Rather than deploying his crossbowmen behind his close-fighting infantry as described in some earlier Chinese sources, Duan Jiong puts them on the flanks, like Narses' archers at Taginae. This may have been a common Eastern Han deployment: in 192 Yuan Shao used a similar formation of close-combat infantry flanked by crossbowmen against Gongsun Zan's cavalry:

"Shao ordered Chu Yi to take command of eight hundred good soldiers and go up first. A thousand strong crossbows supported them from two sides. Zan thought little of these few soldiers, and set loose his cavalry to put them to flight. Yi's men hid below their shields and made no move. Then, when the enemy were still ten or twenty yards away, at once and together they rose up, shouted to shake the ground, and completely defeated Zan's army."
(from Zizhi tongjian translated in de Crespigny, The Last of the Han (ANU 1969), p.88).
  • Duncan Head

Duncan Head

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Re: Fengyi Shan 168 AD
« Reply #1 on: October 25, 2013, 05:56:28 PM »
This one got a bit longer than I originally expected.
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Andreas Johansson

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Re: Fengyi Shan 168 AD
« Reply #2 on: October 25, 2013, 08:01:12 PM »
One wonders how many ranks of javelin-and-sword-men there were - the wording suggests seems to suggest they, not the spearmen, were thought of as the chief component.

Only light cavalry are mentioned in the description of the deployment, which is slightly odd - why specify if there's only one sort of cavalry present? But then the writer (or translator) seems to like adjectives: sharp swords, long javelins, strong crossbows.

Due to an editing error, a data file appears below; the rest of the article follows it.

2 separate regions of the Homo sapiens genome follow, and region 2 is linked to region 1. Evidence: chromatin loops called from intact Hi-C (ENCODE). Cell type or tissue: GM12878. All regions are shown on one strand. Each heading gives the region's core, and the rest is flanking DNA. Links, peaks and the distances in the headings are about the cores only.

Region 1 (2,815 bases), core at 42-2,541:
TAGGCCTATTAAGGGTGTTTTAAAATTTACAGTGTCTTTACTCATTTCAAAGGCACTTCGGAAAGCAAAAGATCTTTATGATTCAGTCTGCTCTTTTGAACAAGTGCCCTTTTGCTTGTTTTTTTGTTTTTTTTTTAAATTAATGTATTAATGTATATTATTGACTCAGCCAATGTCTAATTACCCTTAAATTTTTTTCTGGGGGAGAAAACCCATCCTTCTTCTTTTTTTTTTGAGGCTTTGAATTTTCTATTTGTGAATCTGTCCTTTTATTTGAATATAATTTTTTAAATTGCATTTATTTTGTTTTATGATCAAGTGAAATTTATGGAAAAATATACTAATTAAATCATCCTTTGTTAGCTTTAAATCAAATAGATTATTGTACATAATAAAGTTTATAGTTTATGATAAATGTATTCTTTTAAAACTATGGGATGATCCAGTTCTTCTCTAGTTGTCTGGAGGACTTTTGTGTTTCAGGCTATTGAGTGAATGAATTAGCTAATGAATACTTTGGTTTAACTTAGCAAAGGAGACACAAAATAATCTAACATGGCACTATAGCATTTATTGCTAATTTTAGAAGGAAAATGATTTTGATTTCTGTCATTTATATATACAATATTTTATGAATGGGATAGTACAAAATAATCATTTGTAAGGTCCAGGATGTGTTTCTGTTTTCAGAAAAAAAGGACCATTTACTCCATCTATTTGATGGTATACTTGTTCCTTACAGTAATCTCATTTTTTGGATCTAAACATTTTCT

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Duncan Head

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Re: Fengyi Shan 168 AD
« Reply #3 on: October 25, 2013, 08:24:37 PM »
I have also wondered about the ranks of javelinmen. Chinese troops are often formed into either five or ten ranks. "A pair and a trio make a five", says a commentator on Sunzi quoted in the Griffith edition; so a pair of javelins behind a trio of spears would therefore be possible, but as you say the implication is that the javelins were the main force.

As for the "light cavalry", it is not necessarily meant in contrast to "heavy cavalry". It might just mean "fast cavalry" and be as much stylistic as literal.
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aligern

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Re: Fengyi Shan 168 AD
« Reply #4 on: October 25, 2013, 09:13:07 PM »
Is it possible that the men with long javelins and sharp swords are something special, rather than the majority troop type.Could they be like the menalautoi in tenth century Byzantine formations, a special unit for a specific purpose such as dealing with cavalry? Perhaps they could they  there to issue out when the opposing cavalry had charged and been turned back. Perhaps, as in your Arrian suggestion they were to throw overhead at stalled charging cavalry.
Long javelins are going to be heavy and penetrating, more likely to bring down a horse than a lighter, longer range weapon.

Of course when you are in epithet land literary appropriateness may matter more than a realistic description of function.